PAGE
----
Ten remedies for canker sores

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Canker sores can be painful and irritating. While they should heal on their own within a week, there are ways to speed up this process and reduce the discomfort.As well as over-the-counter medications, there are some home remedies that can ease the discomfort of canker sores and help them to heal. Read on to discover 10 tried and tested ways to get rid of these ulcers.

What is a canker sore?

A canker sore is a small ulcer inside the mouth. It may appear white or grey with red edges. Canker sores usually appear on the soft parts of the mouth, such as the tongue, inside of the cheeks, and just inside the lips.

The medical term for canker sores is recurrent aphthous stomatitis or RAS, and these ulcers will reappear again and again over time.

Canker sores are not contagious and usually heal on their own in around a week. They are less than 1 centimeter in diameter and can appear alone or in a cluster.

A rarer and more severe form of RAS causes larger ulcers that may last for 2 weeks or more and can cause scarring.

Ten ways to get rid of canker sores

Canker sores should heal on their own, but there are ways to relieve pain, speed up healing, and prevent infection. These include:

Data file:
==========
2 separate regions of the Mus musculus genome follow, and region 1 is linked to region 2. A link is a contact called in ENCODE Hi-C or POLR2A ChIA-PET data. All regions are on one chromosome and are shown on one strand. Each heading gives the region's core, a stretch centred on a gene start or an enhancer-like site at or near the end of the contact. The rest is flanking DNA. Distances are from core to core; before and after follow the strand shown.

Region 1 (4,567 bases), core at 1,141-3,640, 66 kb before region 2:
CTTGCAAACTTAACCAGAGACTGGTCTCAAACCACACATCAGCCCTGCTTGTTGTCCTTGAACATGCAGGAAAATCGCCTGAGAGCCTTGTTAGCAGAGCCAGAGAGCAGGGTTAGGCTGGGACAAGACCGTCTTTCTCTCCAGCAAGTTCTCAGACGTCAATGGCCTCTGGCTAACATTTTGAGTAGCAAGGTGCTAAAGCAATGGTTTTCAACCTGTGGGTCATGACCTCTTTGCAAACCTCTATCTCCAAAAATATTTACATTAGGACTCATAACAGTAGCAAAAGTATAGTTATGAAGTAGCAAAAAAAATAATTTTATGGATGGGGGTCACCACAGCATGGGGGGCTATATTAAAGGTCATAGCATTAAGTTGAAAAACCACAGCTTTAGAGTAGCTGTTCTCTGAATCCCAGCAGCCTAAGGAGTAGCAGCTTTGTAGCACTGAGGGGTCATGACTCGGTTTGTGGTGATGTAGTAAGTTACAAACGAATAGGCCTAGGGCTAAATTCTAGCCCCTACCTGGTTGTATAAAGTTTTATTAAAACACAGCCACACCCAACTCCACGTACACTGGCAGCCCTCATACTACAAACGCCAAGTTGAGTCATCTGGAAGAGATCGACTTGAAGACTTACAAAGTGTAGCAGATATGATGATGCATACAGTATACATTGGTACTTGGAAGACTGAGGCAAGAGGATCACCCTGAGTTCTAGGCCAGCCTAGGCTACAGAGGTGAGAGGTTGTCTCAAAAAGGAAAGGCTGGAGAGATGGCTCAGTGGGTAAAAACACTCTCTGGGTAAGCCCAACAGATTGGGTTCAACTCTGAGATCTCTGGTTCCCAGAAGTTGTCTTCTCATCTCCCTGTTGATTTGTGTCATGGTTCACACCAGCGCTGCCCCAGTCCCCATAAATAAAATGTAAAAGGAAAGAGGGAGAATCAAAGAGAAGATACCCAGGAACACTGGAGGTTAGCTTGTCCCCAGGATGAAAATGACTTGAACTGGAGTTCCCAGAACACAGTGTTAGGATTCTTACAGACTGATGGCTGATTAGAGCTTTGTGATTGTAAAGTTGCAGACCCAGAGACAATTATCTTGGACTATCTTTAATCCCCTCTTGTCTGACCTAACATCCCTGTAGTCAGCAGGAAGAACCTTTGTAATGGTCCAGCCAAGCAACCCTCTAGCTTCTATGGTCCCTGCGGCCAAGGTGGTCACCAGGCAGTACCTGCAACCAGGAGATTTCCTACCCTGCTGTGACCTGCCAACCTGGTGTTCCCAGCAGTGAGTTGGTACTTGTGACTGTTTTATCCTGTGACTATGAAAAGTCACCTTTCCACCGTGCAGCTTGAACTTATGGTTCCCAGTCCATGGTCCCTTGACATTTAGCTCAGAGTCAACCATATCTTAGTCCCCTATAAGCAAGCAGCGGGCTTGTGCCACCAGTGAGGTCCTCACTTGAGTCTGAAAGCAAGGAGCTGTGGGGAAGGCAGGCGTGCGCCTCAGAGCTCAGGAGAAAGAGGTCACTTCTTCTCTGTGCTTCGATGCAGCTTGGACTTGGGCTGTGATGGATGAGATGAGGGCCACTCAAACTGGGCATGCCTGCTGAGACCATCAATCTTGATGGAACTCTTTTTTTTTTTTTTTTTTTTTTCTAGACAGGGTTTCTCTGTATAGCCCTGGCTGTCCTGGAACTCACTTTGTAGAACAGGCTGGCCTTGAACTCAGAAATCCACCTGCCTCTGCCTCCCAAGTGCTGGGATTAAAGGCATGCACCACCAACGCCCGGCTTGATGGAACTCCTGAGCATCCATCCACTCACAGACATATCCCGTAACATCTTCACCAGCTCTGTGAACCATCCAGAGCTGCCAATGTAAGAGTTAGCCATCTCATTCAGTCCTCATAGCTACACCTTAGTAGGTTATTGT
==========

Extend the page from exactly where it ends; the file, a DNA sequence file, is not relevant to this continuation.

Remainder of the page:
1. Over-the-counter gel or patch

Applying topical, over-the-counter medication, usually in the form of a gel or paste, directly to the canker sore. This prevents the ulcer from being irritated by spicy or acidic food, or by being touched.

Special patches or bandages can be placed over the canker sore. These are designed to stick to the inside of the mouth and will protect the ulcer from irritation.

2. Using a mouth rinse

Rinsing the mouth with an over-the-counter rinse to clean the area and provide relief from pain or discomfort.

A person should choose a mouth rinse that has antiseptic properties to prevent infection and to numb the inside of the mouth.

3. Using a salt rinse

People may also choose to use a natural alternative, such as a salt solution, to promote healing. Rinsing the mouth with a salt solution should not replace using a medicated mouthwash if needed.

4. Practicing dental hygiene with a soft brush

Looking after the mouth and being careful not to damage canker sores can speed up the healing process.

Using a soft toothbrush can help avoid irritating canker sores. Maintaining good oral hygiene by keeping teeth and gums clean can prevent ulcers from becoming infected.

5. Taking vitamin B-12 supplements

Vitamin B-12 supports normal functioning of the brain and nervous system and has an important part to play in the creation of red blood cells.

A small study found that taking a vitamin B-12 supplement reduced the amount of pain from the canker sores, the number of outbreaks, and the number of ulcers experienced in a month.

6. Drinking chamomile tea with honey

Chamomile and honey have been used historically for a variety of health reasons, and have been reported to help heal canker sores by reducing pain and inflammation.

There is limited scientific evidence of their benefits in treating ulcers, so they should not be used in place of medication.

Honey may have antiseptic properties and can be applied directly to a canker sore. It can also be combined with chamomile in a tea, which should be left to cool slightly before drinking.